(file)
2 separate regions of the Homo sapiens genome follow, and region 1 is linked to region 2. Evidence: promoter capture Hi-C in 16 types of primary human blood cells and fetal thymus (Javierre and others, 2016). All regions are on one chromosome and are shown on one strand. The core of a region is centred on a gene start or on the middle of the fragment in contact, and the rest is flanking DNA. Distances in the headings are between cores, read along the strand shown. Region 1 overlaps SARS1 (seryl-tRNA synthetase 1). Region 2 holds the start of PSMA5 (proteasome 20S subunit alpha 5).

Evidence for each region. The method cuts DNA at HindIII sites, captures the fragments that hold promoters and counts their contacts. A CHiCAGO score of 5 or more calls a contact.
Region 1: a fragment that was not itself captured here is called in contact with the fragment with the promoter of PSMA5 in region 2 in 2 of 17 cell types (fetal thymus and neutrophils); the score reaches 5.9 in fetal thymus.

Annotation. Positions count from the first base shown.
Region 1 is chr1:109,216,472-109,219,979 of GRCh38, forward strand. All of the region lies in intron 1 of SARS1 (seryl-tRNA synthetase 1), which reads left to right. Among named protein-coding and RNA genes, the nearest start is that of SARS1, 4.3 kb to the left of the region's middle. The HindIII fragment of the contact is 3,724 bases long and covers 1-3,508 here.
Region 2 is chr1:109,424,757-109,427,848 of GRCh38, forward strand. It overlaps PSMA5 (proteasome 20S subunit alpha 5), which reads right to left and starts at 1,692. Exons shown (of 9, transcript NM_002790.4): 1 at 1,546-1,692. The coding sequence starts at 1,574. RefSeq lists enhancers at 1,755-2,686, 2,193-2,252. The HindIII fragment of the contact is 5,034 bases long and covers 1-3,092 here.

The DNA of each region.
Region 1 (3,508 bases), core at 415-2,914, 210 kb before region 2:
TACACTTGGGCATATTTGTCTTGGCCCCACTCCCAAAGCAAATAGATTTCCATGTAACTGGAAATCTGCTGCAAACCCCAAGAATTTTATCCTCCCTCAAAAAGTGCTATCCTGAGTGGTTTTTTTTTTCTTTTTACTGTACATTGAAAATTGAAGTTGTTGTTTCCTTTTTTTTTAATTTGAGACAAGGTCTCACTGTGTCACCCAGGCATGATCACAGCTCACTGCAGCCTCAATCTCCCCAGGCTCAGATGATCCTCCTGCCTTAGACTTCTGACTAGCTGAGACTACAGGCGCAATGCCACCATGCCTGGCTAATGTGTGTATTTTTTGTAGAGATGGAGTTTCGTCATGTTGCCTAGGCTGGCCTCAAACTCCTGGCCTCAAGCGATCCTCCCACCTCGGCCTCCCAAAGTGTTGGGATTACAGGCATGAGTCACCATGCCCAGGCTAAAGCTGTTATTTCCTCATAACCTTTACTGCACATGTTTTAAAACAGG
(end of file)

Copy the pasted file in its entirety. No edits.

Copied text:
2 separate regions of the Homo sapiens genome follow, and region 1 is linked to region 2. Evidence: promoter capture Hi-C in 16 types of primary human blood cells and fetal thymus (Javierre and others, 2016). All regions are on one chromosome and are shown on one strand. The core of a region is centred on a gene start or on the middle of the fragment in contact, and the rest is flanking DNA. Distances in the headings are between cores, read along the strand shown. Region 1 overlaps SARS1 (seryl-tRNA synthetase 1). Region 2 holds the start of PSMA5 (proteasome 20S subunit alpha 5).

Evidence for each region. The method cuts DNA at HindIII sites, captures the fragments that hold promoters and counts their contacts. A CHiCAGO score of 5 or more calls a contact.
Region 1: a fragment that was not itself captured here is called in contact with the fragment with the promoter of PSMA5 in region 2 in 2 of 17 cell types (fetal thymus and neutrophils); the score reaches 5.9 in fetal thymus.

Annotation. Positions count from the first base shown.
Region 1 is chr1:109,216,472-109,219,979 of GRCh38, forward strand. All of the region lies in intron 1 of SARS1 (seryl-tRNA synthetase 1), which reads left to right. Among named protein-coding and RNA genes, the nearest start is that of SARS1, 4.3 kb to the left of the region's middle. The HindIII fragment of the contact is 3,724 bases long and covers 1-3,508 here.
Region 2 is chr1:109,424,757-109,427,848 of GRCh38, forward strand. It overlaps PSMA5 (proteasome 20S subunit alpha 5), which reads right to left and starts at 1,692. Exons shown (of 9, transcript NM_002790.4): 1 at 1,546-1,692. The coding sequence starts at 1,574. RefSeq lists enhancers at 1,755-2,686, 2,193-2,252. The HindIII fragment of the contact is 5,034 bases long and covers 1-3,092 here.

The DNA of each region.
Region 1 (3,508 bases), core at 415-2,914, 210 kb before region 2:
TACACTTGGGCATATTTGTCTTGGCCCCACTCCCAAAGCAAATAGATTTCCATGTAACTGGAAATCTGCTGCAAACCCCAAGAATTTTATCCTCCCTCAAAAAGTGCTATCCTGAGTGGTTTTTTTTTTCTTTTTACTGTACATTGAAAATTGAAGTTGTTGTTTCCTTTTTTTTTAATTTGAGACAAGGTCTCACTGTGTCACCCAGGCATGATCACAGCTCACTGCAGCCTCAATCTCCCCAGGCTCAGATGATCCTCCTGCCTTAGACTTCTGACTAGCTGAGACTACAGGCGCAATGCCACCATGCCTGGCTAATGTGTGTATTTTTTGTAGAGATGGAGTTTCGTCATGTTGCCTAGGCTGGCCTCAAACTCCTGGCCTCAAGCGATCCTCCCACCTCGGCCTCCCAAAGTGTTGGGATTACAGGCATGAGTCACCATGCCCAGGCTAAAGCTGTTATTTCCTCATAACCTTTACTGCACATGTTTTAAAACAGG